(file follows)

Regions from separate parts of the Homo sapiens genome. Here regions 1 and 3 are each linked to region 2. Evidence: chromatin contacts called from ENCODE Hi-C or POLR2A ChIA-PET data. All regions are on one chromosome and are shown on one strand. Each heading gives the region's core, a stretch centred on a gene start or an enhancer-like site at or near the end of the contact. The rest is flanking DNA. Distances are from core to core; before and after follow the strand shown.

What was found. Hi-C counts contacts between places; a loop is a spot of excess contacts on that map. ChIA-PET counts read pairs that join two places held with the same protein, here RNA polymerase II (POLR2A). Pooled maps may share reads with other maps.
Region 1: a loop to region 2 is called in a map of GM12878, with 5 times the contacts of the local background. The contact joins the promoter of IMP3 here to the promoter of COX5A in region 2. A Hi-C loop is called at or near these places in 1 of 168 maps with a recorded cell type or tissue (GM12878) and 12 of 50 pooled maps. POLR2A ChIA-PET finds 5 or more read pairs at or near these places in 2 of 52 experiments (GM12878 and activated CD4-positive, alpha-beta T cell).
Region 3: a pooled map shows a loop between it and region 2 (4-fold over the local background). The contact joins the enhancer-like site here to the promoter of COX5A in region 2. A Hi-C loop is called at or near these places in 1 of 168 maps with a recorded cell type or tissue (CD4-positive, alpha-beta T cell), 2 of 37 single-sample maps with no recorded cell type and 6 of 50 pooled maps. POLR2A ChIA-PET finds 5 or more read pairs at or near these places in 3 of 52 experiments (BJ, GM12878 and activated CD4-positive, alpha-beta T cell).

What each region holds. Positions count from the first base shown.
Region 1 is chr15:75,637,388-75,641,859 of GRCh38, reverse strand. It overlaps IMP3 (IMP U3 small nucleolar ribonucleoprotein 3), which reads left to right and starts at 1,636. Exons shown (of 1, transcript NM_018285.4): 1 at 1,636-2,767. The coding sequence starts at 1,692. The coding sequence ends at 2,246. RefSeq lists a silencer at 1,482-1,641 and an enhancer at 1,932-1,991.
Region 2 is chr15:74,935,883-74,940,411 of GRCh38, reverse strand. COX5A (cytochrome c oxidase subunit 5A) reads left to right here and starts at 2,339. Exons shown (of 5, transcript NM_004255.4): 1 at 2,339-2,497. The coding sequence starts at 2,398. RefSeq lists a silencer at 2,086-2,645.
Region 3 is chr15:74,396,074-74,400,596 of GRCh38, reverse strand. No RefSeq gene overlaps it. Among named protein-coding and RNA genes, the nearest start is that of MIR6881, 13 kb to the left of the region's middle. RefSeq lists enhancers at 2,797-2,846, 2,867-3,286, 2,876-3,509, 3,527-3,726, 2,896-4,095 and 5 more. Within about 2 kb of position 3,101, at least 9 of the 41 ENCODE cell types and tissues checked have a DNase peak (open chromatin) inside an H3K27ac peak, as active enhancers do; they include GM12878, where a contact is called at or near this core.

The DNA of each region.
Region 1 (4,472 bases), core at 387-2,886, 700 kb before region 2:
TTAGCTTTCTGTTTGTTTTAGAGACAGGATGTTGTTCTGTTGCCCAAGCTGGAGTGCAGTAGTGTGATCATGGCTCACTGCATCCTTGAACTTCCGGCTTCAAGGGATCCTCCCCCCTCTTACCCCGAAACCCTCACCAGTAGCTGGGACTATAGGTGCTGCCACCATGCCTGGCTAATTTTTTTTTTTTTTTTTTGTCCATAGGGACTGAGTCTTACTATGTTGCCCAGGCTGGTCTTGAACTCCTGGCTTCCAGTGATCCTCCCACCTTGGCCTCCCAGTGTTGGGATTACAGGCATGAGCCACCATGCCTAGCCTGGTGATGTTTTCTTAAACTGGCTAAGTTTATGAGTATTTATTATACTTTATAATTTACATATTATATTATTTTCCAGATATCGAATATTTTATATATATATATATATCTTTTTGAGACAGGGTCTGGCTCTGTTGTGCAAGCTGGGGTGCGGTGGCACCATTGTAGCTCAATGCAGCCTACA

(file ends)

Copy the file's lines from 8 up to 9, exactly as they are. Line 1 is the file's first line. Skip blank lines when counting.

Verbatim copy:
Region 3 is chr15:74,396,074-74,400,596 of GRCh38, reverse strand. No RefSeq gene overlaps it. Among named protein-coding and RNA genes, the nearest start is that of MIR6881, 13 kb to the left of the region's middle. RefSeq lists enhancers at 2,797-2,846, 2,867-3,286, 2,876-3,509, 3,527-3,726, 2,896-4,095 and 5 more. Within about 2 kb of position 3,101, at least 9 of the 41 ENCODE cell types and tissues checked have a DNase peak (open chromatin) inside an H3K27ac peak, as active enhancers do; they include GM12878, where a contact is called at or near this core.

The DNA of each region.